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INTERVIEW: NATHAN HUNT of Shaman’s Harvest, September 2014

| 9 September 2014 | Reply

Some discs and bands come along and just beg for more press and an interview… the latest disc from Shaman’s Harvest did exactly that.  From the killer riffs and opening of “Dangerous” to the over the top cover of Michael Jackson’s “Dirty Diana” and everything in between, this band from Missouri has recorded and is about to unleash a great disc that every rock music fan should hear…


Toddstar: I am so pleased to announce I’ve got Nathan Hunt of Shaman’s Harvest on the phone. He is sitting in a studio or in a record label office in New York. How is it going out there?

Nathan: It’s going good man. So far, the response to the record has been pretty good. Other than that, we are sitting in China Town smelling all the beautiful smells of China Town. I’m missing my four acres of land right now.

Toddstar: I was going to say, New York City is a far cry from Jefferson City, Missouri.

Nathan: Yeah, yeah, yeah. No kidding. You’re telling me.

Toddstar: You brought it up. Let’s talk about “Smokin’ Hearts and Broken Guns” man. This is your first release with Mascot Label Group. You say the feedback has been good so far? What kind of feedback are you guys getting?

Nathan: Critics and stuff have started coming in with the record and so far… Of course, you don’t really read any bad reviews. At least they don’t ever send them to the band. All I’ve seen are good reviews but … We are starting to get some adds on our single “Dangerous”, so it’s been cool man.

Toddstar: I have been able to listen to it thankfully for a couple of weeks now and it hasn’t left my rotation. You mentioned “Dangerous”. It kicks the disk off and it kicks it off with a big punch man. What kind of attitude did you guys go into it with when you decided to write and then record this disc?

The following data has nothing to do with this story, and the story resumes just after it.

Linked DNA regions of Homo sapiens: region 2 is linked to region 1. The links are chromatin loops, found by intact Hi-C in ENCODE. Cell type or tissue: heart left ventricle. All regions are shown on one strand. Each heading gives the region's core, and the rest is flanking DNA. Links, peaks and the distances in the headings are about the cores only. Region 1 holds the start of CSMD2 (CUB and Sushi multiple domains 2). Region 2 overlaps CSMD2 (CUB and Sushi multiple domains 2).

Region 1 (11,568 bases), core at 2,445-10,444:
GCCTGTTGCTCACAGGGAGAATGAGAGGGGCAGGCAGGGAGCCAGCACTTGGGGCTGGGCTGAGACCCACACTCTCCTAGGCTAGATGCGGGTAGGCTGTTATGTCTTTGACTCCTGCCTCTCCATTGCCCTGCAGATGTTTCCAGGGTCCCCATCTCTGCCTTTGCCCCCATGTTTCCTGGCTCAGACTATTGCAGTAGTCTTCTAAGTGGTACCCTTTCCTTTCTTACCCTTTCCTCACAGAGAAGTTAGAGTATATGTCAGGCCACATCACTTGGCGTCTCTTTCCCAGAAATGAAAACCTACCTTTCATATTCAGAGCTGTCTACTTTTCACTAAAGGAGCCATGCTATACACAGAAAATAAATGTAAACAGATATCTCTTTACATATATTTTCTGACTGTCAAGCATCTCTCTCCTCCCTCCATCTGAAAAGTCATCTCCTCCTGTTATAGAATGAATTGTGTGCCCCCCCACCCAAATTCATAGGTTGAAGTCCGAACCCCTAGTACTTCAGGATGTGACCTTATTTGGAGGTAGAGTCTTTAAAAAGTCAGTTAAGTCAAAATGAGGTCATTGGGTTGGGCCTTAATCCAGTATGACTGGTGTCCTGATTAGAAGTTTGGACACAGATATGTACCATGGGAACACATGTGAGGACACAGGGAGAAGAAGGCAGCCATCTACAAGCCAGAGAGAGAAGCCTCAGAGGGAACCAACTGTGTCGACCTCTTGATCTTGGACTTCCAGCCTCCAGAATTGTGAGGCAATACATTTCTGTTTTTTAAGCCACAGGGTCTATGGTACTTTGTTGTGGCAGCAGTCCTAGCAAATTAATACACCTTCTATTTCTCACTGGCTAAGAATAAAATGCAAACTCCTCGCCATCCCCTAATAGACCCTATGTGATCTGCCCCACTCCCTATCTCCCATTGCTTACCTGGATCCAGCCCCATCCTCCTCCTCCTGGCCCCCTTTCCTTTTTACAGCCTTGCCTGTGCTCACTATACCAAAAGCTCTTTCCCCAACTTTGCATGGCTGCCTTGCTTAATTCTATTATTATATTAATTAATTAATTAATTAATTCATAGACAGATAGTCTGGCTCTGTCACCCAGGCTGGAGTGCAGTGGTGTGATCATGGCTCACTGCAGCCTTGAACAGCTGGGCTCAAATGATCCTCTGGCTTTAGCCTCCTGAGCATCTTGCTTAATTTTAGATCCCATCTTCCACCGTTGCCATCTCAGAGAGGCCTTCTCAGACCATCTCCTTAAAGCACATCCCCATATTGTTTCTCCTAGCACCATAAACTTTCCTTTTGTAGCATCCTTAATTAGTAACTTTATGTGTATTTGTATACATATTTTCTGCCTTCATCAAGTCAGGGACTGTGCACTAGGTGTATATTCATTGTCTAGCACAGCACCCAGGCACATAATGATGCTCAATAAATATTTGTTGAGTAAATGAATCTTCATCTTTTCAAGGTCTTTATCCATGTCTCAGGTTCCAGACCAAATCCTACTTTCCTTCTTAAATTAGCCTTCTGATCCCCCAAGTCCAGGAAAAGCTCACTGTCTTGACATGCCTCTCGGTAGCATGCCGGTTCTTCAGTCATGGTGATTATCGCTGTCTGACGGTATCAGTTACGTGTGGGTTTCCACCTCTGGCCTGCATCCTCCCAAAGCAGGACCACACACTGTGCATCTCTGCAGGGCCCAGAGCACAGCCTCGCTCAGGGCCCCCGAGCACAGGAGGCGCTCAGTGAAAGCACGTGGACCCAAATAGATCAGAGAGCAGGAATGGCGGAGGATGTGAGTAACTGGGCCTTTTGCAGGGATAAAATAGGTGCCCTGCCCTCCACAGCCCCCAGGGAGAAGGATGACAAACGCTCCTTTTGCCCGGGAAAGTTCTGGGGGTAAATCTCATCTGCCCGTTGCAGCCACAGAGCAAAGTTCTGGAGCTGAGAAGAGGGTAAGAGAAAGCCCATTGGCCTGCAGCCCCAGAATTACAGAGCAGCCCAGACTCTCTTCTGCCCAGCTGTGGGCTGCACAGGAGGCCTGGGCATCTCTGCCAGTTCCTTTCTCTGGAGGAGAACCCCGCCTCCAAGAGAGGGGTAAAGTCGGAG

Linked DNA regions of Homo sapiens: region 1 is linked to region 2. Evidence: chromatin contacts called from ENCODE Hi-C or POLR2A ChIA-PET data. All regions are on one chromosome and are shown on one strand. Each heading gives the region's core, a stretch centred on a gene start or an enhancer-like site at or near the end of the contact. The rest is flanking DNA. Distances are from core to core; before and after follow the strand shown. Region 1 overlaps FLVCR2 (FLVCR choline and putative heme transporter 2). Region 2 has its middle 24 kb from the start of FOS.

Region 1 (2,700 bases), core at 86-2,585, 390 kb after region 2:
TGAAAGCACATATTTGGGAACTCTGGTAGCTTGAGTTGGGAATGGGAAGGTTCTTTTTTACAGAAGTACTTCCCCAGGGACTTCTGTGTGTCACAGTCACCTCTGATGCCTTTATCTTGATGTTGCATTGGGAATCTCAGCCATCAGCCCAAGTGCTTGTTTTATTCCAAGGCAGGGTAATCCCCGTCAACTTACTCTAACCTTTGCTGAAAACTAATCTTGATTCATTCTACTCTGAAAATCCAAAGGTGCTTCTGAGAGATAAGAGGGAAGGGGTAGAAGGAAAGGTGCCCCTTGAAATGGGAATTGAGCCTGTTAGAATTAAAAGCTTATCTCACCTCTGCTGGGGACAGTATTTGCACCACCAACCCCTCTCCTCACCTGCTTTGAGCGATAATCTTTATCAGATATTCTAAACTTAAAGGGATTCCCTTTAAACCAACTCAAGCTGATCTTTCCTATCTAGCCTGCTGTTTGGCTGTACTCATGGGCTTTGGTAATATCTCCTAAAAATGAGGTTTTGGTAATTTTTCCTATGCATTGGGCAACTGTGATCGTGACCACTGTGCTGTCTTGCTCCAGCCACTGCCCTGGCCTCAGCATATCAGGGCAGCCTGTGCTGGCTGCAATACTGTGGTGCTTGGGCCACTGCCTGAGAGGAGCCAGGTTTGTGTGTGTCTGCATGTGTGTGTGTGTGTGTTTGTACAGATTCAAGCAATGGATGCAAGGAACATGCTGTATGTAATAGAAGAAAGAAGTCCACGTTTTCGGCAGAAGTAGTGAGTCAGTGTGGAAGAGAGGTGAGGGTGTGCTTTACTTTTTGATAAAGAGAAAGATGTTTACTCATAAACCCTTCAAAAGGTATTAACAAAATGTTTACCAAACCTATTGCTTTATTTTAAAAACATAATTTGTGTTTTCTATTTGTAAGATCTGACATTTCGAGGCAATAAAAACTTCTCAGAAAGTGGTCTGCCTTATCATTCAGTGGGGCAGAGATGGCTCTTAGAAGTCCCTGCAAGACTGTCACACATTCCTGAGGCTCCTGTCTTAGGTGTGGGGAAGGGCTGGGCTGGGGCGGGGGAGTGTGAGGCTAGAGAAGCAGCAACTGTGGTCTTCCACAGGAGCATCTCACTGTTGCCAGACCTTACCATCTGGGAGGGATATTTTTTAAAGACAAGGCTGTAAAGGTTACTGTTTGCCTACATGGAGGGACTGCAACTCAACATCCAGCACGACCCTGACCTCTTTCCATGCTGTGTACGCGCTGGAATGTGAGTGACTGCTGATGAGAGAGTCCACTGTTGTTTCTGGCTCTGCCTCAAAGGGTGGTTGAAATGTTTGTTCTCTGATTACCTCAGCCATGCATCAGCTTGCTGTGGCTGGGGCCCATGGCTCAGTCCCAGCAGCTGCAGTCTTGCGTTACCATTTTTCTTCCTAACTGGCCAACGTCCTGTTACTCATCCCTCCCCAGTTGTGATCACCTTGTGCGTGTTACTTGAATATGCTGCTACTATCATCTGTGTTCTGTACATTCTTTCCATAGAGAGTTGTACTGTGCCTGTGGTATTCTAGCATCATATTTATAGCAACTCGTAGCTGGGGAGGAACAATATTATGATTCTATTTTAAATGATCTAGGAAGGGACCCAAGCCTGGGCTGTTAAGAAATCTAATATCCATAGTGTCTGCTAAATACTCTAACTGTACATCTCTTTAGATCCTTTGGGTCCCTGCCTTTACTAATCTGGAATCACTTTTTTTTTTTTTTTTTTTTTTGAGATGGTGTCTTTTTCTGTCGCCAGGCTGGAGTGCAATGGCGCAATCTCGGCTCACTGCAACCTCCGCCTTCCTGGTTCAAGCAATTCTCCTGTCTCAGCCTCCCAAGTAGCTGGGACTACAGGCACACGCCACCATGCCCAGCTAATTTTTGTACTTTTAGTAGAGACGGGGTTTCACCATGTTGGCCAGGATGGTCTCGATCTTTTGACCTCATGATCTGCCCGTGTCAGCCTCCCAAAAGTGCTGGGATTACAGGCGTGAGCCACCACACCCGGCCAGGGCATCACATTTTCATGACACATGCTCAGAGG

Nathan: Each song has its own different vibe. Particularly “Dangerous”, you are right. It was one of those that you’ve got to go in almost aggressive with a song like that. It’s got that four on the floor, straightforward AC/DC rock and roll sound. It is kind of almost a classic sound. It makes you want to drive fast. Then you’ve got the other end of the spectrum like “In the End”, which has that epic ending feel. It is more of an emotional type track. Each tune has its own feeling to it I think.

Toddstar: When you guys were in writing this and then recording it and getting it ready for release upon the masses, did you find there were any songs that just kind of wrote themselves? Just kind of, “BOOM! This is Shaman’s Harvest and this is what we do.”

Nathan: Really all of them did. We pretty much did the record … We wrote the songs as we were recording. Somebody would be in the other room and they would write a riff and bring it into the cutting floor and next thing you know, we are doing that song. While we were doing that song, if somebody had a break, they would be writing another song so it was really a pretty easy process as records go for us as far as the writing process goes.

Toddstar: Cool. You guys have one of the best covers I have heard in a long time with “Dirty Diana.” I love it.

Nathan: Right on.

Toddstar: What made you guys want to tackle Michael Jackson’s “Dirty Diana” for this disc?

Nathan: We just saw it as it is a song we all listen to on the road. It is probably in everybody’s iPhone. We just saw it as a very Shaman’s Harvestesque song to me, whenever I listen to the original. It just kind of made sense. It wasn’t really until after we got done recording before we realized, we kind of looked at it and was like, “Wait. We just covered a Michael Jackson song.” It didn’t really set in until after the fact. We probably should have approached it a little more humbly but it felt good so we just thought, “Why the hell not?”

Toddstar: It feels good on this end of the speakers. I am telling you, if you didn’t know the original, you wouldn’t know it wasn’t a Shaman’s Harvest song. I think that you guys put your own piss and vinegar in it, so to speak.

Nathan: Yeah, yeah. That’s the perfect way to put it. Piss and vinegar man.

Toddstar: I also liked that you guys took the single from your last album, Shine, and you put a spin on it by throwing an acoustic/unplugged version of “Dragonfly” on this. Was there a reason to revisit that song as well?